Obesity-Related Brain Vulnerability in Midlife

March 28, 2013 @ 9:00 am – 10:00 am
Tate Center Room 137
Sandra Gary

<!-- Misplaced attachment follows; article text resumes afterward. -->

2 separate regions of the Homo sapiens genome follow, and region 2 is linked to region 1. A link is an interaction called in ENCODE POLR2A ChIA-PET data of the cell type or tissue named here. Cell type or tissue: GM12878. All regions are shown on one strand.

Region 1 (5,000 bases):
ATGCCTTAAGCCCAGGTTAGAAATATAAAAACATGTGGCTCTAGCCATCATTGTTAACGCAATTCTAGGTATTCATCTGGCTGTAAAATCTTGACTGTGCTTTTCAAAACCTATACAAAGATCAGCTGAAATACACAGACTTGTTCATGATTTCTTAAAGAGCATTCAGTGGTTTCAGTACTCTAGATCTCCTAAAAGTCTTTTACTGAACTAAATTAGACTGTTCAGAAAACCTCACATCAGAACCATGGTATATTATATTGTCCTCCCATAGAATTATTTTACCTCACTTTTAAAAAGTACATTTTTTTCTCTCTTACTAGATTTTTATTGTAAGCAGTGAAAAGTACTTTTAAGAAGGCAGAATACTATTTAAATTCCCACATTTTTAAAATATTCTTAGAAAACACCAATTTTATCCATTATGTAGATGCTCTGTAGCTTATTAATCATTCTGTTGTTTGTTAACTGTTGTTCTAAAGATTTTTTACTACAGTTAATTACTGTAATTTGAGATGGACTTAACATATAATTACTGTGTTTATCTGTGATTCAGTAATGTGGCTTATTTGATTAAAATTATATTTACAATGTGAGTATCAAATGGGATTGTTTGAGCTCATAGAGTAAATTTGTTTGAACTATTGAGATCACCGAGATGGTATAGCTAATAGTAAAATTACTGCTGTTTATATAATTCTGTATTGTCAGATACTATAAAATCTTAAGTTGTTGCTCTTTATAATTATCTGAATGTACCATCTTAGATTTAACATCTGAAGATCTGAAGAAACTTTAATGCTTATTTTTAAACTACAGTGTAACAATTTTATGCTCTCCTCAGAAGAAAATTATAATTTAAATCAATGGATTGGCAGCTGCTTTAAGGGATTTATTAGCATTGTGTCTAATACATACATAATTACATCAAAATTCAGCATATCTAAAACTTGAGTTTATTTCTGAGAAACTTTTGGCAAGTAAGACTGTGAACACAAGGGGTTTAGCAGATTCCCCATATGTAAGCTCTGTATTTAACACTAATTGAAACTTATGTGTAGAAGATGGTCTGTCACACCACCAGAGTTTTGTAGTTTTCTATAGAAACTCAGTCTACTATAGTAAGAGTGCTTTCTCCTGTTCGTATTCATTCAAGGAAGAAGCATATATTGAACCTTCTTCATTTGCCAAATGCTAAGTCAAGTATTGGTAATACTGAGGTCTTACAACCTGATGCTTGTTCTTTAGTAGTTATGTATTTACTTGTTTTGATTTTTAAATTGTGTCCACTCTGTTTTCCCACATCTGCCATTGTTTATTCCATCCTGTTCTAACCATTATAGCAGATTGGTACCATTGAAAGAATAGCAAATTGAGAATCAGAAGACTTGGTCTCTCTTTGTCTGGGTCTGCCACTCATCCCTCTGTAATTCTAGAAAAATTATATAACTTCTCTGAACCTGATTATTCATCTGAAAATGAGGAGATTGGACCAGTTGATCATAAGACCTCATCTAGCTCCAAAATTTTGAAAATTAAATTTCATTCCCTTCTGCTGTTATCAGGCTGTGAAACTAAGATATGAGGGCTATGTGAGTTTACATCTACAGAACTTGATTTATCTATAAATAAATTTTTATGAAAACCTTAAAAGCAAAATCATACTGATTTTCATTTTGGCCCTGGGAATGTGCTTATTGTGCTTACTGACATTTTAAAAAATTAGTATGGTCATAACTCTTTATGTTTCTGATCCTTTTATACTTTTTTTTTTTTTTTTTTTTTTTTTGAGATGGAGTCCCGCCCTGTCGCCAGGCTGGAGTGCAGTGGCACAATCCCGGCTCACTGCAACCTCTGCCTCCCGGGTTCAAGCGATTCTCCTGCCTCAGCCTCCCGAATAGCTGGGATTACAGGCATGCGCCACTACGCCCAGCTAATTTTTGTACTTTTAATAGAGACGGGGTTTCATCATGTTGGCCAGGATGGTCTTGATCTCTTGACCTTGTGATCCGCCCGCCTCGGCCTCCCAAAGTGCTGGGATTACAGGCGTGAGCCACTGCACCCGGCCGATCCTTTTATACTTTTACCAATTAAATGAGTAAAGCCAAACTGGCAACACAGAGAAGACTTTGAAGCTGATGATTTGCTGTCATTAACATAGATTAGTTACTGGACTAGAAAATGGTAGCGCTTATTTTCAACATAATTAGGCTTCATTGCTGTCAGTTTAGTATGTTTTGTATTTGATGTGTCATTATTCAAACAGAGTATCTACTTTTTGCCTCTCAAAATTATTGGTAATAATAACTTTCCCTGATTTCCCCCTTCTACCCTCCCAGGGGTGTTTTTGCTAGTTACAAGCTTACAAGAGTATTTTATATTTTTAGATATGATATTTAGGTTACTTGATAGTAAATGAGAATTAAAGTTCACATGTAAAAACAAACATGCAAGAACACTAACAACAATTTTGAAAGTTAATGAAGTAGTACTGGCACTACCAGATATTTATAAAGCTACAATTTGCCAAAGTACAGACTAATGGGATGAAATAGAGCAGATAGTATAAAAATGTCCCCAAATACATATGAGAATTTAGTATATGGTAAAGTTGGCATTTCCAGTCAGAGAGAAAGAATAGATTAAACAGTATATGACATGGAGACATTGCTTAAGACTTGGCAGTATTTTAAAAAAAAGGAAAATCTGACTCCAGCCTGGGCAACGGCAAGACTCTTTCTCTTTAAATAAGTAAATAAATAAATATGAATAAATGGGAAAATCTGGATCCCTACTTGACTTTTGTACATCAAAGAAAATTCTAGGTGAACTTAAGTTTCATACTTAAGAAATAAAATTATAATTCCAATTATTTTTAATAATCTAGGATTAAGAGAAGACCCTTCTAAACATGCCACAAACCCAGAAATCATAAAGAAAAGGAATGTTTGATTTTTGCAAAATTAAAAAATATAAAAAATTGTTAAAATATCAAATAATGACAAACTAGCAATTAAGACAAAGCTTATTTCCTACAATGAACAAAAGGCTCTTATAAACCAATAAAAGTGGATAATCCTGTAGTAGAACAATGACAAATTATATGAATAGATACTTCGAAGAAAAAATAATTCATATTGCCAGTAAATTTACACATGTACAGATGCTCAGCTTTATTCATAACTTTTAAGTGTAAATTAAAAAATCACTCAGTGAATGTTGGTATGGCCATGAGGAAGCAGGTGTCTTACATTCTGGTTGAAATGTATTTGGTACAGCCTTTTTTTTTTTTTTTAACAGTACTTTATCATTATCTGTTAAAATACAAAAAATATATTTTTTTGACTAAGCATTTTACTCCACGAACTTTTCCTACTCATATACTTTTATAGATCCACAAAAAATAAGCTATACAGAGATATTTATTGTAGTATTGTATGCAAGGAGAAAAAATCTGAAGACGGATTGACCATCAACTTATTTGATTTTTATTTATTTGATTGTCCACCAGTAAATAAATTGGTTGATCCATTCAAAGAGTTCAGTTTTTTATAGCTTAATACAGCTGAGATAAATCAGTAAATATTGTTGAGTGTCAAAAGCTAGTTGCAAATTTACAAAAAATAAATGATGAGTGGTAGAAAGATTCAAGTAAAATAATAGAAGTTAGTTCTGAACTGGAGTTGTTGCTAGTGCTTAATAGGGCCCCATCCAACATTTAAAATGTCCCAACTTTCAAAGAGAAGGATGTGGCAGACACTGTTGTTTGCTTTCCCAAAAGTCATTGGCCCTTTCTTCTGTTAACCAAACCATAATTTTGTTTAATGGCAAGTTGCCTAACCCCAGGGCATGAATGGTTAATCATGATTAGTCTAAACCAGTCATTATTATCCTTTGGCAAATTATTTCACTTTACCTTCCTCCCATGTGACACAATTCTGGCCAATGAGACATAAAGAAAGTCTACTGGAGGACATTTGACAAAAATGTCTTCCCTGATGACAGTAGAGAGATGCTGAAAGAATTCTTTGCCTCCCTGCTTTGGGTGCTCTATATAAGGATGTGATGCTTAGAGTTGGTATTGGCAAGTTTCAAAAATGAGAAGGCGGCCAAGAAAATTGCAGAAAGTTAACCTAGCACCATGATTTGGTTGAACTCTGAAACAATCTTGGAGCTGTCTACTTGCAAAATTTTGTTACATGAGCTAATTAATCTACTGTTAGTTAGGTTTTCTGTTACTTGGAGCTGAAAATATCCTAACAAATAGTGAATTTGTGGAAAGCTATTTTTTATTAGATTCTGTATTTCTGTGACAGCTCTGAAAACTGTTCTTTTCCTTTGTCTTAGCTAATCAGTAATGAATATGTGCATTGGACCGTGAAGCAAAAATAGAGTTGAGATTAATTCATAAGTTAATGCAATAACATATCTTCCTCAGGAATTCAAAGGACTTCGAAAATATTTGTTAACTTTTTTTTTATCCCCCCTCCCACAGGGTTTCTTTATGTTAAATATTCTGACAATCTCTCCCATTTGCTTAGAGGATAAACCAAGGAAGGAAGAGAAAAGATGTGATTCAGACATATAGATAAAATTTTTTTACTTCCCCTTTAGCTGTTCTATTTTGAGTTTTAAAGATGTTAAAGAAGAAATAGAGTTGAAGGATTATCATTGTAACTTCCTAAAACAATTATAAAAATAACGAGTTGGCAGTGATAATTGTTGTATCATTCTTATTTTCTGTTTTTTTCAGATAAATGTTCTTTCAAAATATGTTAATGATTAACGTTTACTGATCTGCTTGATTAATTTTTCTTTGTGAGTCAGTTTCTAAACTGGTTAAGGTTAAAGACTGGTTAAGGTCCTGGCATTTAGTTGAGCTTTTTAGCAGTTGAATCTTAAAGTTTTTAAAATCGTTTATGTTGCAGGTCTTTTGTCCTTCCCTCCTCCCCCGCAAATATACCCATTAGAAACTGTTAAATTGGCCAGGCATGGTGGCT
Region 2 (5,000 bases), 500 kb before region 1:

Cognition is the most important determinant of functional ability and quality of life in older age. The most rapidly rising threats to cognitive health in US adults are obesity and obesity-related complications such as, hypertension, hyperglycemia and dyslipidemia; yet, little is known about the mechanisms that connect obesity to brain health. In this talk, Dr. Haley will discuss the use of functional magnetic resonance imaging (fMRI) and magnetic resonance spectroscopy (MRS) to explore the underlying neural mechanisms of obesity-related brain vulnerability in midlife. In addition, she will explore the role of cognitive reserve in moderating the relationship between brain pathology and cognitive function. The ultimate goal of this work is to guide efforts to prevent and treat late-life cognitive impairment, and ensure successful aging for our growing population of elderly. Dr. Andreana Haley received a Ph.D. degree in Clinical Psychology from the  University of Virginia. After completing a post-doctoral fellowship in Dementia Research at Brown University Medical School, she joined the faculty of the University of Texas at Austin. Her research lab at the University of Texas strives to bridge knowledge from basic and clinical neuroscience with the aim of improving how we understand, predict, and treat age- and disease-related cognitive impairment.